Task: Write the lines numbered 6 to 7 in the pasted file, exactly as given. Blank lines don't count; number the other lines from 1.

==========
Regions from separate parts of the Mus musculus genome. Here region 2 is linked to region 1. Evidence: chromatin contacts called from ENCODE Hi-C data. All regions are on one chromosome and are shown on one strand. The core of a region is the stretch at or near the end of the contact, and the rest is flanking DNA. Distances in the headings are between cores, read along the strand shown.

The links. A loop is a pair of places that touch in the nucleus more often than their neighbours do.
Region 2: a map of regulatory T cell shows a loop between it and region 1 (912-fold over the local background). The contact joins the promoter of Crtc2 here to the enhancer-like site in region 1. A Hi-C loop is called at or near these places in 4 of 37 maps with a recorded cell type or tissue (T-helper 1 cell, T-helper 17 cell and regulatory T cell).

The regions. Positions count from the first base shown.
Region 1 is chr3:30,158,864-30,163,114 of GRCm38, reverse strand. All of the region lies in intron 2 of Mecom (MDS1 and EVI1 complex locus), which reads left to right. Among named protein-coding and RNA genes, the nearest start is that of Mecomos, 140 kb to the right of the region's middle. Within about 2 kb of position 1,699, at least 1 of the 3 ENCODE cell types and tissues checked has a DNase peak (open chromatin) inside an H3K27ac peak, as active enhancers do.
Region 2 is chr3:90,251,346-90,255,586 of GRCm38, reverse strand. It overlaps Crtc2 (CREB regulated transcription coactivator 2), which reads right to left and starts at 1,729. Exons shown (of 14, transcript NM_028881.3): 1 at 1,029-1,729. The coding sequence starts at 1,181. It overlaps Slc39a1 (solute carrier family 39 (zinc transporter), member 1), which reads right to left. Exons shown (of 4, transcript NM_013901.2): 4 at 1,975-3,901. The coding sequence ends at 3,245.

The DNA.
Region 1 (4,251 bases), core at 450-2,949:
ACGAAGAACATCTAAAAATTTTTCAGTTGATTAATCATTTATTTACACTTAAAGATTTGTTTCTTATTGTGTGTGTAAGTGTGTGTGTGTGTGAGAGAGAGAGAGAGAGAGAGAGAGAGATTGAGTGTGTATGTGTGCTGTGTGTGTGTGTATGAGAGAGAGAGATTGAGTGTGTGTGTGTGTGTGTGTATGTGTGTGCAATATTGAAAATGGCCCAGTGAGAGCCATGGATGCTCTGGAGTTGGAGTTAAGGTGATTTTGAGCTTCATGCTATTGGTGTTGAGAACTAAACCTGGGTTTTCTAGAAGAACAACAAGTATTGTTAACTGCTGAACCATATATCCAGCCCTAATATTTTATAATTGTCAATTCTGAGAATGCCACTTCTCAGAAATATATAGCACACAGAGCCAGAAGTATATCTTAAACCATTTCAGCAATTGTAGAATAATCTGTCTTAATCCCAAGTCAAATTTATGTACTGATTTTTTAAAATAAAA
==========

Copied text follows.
Region 2 is chr3:90,251,346-90,255,586 of GRCm38, reverse strand. It overlaps Crtc2 (CREB regulated transcription coactivator 2), which reads right to left and starts at 1,729. Exons shown (of 14, transcript NM_028881.3): 1 at 1,029-1,729. The coding sequence starts at 1,181. It overlaps Slc39a1 (solute carrier family 39 (zinc transporter), member 1), which reads right to left. Exons shown (of 4, transcript NM_013901.2): 4 at 1,975-3,901. The coding sequence ends at 3,245.

The DNA.